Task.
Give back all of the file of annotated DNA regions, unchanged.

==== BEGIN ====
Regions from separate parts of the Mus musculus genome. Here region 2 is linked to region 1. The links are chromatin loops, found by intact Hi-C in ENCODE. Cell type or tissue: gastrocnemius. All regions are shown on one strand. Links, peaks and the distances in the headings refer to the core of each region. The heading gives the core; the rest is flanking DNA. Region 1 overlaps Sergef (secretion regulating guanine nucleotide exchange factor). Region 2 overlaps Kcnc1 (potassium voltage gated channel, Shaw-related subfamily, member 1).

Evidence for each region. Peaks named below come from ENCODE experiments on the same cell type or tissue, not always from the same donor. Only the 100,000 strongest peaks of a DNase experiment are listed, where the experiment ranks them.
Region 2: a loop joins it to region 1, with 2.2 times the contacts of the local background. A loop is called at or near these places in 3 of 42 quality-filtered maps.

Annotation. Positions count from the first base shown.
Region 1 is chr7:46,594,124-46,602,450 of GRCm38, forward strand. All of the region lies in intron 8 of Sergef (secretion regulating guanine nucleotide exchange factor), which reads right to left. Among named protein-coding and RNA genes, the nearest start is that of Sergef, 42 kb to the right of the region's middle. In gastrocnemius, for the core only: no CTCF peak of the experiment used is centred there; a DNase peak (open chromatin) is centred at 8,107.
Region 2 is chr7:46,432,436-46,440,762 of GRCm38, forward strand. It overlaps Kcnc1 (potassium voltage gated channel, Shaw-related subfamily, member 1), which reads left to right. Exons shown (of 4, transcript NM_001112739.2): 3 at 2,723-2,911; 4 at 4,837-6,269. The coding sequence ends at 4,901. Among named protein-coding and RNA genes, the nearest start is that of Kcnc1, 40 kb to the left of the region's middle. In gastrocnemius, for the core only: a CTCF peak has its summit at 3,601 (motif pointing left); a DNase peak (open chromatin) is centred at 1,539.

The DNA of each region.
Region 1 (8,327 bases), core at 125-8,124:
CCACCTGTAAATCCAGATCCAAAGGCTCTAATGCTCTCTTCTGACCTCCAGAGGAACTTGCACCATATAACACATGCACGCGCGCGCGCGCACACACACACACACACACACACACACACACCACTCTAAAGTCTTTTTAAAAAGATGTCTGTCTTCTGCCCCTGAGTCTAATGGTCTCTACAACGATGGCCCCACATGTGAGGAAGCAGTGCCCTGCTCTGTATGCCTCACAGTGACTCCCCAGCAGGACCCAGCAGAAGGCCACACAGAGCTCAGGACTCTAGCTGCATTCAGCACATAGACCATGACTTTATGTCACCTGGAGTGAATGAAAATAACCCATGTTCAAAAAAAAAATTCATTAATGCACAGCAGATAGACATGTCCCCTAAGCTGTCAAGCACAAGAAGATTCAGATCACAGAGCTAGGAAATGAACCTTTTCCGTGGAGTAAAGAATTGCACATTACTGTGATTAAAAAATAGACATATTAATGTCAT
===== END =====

Regions from separate parts of the Mus musculus genome. Here region 2 is linked to region 1. The links are chromatin loops, found by intact Hi-C in ENCODE. Cell type or tissue: gastrocnemius. All regions are shown on one strand. Links, peaks and the distances in the headings refer to the core of each region. The heading gives the core; the rest is flanking DNA. Region 1 overlaps Sergef (secretion regulating guanine nucleotide exchange factor). Region 2 overlaps Kcnc1 (potassium voltage gated channel, Shaw-related subfamily, member 1).

Evidence for each region. Peaks named below come from ENCODE experiments on the same cell type or tissue, not always from the same donor. Only the 100,000 strongest peaks of a DNase experiment are listed, where the experiment ranks them.
Region 2: a loop joins it to region 1, with 2.2 times the contacts of the local background. A loop is called at or near these places in 3 of 42 quality-filtered maps.

Annotation. Positions count from the first base shown.
Region 1 is chr7:46,594,124-46,602,450 of GRCm38, forward strand. All of the region lies in intron 8 of Sergef (secretion regulating guanine nucleotide exchange factor), which reads right to left. Among named protein-coding and RNA genes, the nearest start is that of Sergef, 42 kb to the right of the region's middle. In gastrocnemius, for the core only: no CTCF peak of the experiment used is centred there; a DNase peak (open chromatin) is centred at 8,107.
Region 2 is chr7:46,432,436-46,440,762 of GRCm38, forward strand. It overlaps Kcnc1 (potassium voltage gated channel, Shaw-related subfamily, member 1), which reads left to right. Exons shown (of 4, transcript NM_001112739.2): 3 at 2,723-2,911; 4 at 4,837-6,269. The coding sequence ends at 4,901. Among named protein-coding and RNA genes, the nearest start is that of Kcnc1, 40 kb to the left of the region's middle. In gastrocnemius, for the core only: a CTCF peak has its summit at 3,601 (motif pointing left); a DNase peak (open chromatin) is centred at 1,539.

The DNA of each region.
Region 1 (8,327 bases), core at 125-8,124:
CCACCTGTAAATCCAGATCCAAAGGCTCTAATGCTCTCTTCTGACCTCCAGAGGAACTTGCACCATATAACACATGCACGCGCGCGCGCGCACACACACACACACACACACACACACACACCACTCTAAAGTCTTTTTAAAAAGATGTCTGTCTTCTGCCCCTGAGTCTAATGGTCTCTACAACGATGGCCCCACATGTGAGGAAGCAGTGCCCTGCTCTGTATGCCTCACAGTGACTCCCCAGCAGGACCCAGCAGAAGGCCACACAGAGCTCAGGACTCTAGCTGCATTCAGCACATAGACCATGACTTTATGTCACCTGGAGTGAATGAAAATAACCCATGTTCAAAAAAAAAATTCATTAATGCACAGCAGATAGACATGTCCCCTAAGCTGTCAAGCACAAGAAGATTCAGATCACAGAGCTAGGAAATGAACCTTTTCCGTGGAGTAAAGAATTGCACATTACTGTGATTAAAAAATAGACATATTAATGTCAT